Motherhood is a time of joy, adventure and new responsibility, but is it also going to cost you a pay cut?There is often a link between becoming a parent as a woman and the sting of being paid less by employers. 

Now, you could argue that being paid substantially less isn’t actually due to having children, or that men equally take a cut when becoming dads, but the data doesn’t lie.

In the days when support was in place and communities truly worked together to raise the young, maybe it wouldn’t have been a noticeable issue – after all, women were not primarily in the workforce, nor did families rely on it.

However, in 2023, there is a growing need for both parents to take on full-time roles as the cost of living and rising childcare costs continue to mount each month.

Because of it, women are feeling the hit and it’s not a new thing. For instance, in 2019 working-aged women in the UK earned a whopping 40% less than their male counterparts.

Let’s break it down: The gender pay gap has always been an issue, with women earning almost half of what men do, whether this is due to a lower wage, or simply not being able to work the same level of hours due to caring responsibilities. 

The Financial Times recently reported that in Denmark, by 2013 about 80% of earnings inequality between men and women was brought on by children and not by the disparity between education levels.

If you are a mother, you’ll already know that returning to work as before often isn’t the same, as the caring responsibility and division of labour typically falls to the mother. 

If your child is ill, you very well may be the person to have to take a day off or if your childcare provider is only available term-time, guess who will be divvying up their accrued holidays to subsidise the care? 

What is even more worrying is that a working report found that women who do not have children yet are also less likely to be promoted than similar-aged men, which takes away the opportunity for a salary promotion.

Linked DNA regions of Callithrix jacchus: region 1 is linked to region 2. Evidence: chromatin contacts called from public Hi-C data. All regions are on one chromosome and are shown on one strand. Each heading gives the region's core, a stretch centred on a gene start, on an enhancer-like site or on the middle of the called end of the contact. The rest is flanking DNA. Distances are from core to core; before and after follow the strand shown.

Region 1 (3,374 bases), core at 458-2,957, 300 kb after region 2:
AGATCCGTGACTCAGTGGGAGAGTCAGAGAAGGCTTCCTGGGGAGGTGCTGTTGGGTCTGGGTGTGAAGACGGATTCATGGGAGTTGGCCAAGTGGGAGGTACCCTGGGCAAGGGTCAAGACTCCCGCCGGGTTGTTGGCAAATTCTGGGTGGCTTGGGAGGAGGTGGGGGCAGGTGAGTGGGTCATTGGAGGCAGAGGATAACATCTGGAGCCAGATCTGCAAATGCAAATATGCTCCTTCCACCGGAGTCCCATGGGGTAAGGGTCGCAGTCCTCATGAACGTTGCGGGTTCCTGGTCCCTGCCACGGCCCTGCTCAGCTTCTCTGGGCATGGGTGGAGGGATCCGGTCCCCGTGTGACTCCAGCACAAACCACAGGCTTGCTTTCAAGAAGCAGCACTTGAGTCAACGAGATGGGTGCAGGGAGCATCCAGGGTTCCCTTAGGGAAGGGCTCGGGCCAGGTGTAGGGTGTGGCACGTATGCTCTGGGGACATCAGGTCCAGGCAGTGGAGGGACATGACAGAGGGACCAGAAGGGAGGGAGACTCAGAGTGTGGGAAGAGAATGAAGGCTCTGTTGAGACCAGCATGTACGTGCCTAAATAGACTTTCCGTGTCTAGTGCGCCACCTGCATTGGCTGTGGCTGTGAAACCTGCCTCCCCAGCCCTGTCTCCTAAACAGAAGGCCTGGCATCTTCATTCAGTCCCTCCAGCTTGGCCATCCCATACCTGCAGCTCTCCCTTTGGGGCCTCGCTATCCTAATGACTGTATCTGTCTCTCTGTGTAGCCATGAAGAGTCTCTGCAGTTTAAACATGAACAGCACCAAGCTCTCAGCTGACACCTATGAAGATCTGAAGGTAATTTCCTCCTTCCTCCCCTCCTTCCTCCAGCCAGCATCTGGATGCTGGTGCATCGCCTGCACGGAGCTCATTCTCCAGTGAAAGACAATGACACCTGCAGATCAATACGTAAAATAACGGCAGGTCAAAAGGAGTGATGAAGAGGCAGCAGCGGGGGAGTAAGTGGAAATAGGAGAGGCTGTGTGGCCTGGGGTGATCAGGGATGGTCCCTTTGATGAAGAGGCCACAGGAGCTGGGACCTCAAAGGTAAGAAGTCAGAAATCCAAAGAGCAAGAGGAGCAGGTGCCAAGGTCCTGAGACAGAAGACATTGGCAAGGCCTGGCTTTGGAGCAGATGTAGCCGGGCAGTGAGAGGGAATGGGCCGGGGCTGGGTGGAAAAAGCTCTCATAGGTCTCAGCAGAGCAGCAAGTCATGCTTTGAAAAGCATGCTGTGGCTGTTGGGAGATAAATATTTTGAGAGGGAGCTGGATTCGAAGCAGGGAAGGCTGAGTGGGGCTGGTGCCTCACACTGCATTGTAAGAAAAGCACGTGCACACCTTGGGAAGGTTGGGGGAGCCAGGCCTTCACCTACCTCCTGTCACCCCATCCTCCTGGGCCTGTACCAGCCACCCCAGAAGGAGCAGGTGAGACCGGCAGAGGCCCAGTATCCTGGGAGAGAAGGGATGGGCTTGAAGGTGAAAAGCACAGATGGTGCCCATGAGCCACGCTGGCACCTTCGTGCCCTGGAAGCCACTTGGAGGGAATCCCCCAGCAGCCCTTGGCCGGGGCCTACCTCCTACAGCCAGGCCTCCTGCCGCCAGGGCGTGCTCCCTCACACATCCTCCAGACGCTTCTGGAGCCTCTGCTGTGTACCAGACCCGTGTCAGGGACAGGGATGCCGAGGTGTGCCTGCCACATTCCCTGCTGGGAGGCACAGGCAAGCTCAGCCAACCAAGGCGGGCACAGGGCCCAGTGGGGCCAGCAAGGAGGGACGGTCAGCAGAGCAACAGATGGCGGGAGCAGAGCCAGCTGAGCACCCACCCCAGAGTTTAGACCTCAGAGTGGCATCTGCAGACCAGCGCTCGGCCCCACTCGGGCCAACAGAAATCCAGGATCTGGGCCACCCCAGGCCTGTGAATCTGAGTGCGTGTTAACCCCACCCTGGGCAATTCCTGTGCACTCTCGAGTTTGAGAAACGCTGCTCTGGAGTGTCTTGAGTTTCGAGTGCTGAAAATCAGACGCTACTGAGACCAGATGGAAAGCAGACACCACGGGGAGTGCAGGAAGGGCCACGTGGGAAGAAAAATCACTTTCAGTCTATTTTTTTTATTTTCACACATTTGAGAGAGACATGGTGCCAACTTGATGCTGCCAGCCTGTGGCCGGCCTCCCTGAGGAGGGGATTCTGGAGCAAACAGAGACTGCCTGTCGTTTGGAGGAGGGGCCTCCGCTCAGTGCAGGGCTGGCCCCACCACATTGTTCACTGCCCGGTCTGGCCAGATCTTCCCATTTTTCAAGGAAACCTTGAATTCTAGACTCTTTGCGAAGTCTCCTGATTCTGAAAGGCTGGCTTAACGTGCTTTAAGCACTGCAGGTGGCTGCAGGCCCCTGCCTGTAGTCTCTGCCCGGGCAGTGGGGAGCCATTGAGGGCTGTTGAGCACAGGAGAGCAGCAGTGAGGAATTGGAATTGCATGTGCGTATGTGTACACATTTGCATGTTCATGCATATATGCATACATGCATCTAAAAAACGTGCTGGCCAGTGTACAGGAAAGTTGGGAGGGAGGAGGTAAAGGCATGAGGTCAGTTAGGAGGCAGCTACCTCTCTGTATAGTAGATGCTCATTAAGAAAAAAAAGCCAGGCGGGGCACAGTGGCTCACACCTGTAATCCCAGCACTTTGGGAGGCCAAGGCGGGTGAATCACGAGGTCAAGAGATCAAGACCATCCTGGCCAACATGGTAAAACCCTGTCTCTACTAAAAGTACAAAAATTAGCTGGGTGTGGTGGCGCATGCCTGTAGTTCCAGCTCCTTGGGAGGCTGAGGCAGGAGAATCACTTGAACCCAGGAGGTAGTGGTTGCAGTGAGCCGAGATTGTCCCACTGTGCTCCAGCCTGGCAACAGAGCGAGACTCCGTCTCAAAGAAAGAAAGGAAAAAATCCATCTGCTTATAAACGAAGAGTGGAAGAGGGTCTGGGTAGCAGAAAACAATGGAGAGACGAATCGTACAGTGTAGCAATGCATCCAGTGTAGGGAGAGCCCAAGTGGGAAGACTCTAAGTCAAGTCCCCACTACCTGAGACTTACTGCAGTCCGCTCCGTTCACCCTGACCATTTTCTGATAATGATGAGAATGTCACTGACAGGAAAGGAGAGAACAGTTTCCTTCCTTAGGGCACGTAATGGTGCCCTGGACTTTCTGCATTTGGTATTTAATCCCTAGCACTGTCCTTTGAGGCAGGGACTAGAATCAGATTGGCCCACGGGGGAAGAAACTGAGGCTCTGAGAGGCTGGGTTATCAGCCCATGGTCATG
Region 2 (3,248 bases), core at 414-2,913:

Mary Ann Bronson of Georgetown University, an author of this study, believes that there is discriminatory behaviour between employers who withhold opportunities from young women as they are worried about the possibility of maternity leave in the future.

Even with heterosexual relationship dynamics where the woman earns more, a report by the Institute for Fiscal Studies found that their employment decreased by 13% after their first child, and this figure lasted for a decade.

The availability to work also drops significantly as many women are only able to work when they have the support of consistent childcare.

How do we begin to fix this? First, the issue of the gender pay gap needs to be fixed with women being paid equally as men for working the same role.

Childcare will also need to be affordable and flexible to support working parents.

Societal pressures for mothers to stay at home should also be a thing of the past, as it’s unrealistic to believe that families can afford to live during these times on one income and that women do not have career hopes of their own.

What do you think would help? 

If you are hoping to bring more women into your actuary firm, come and speak to Orange Malone about your requirements.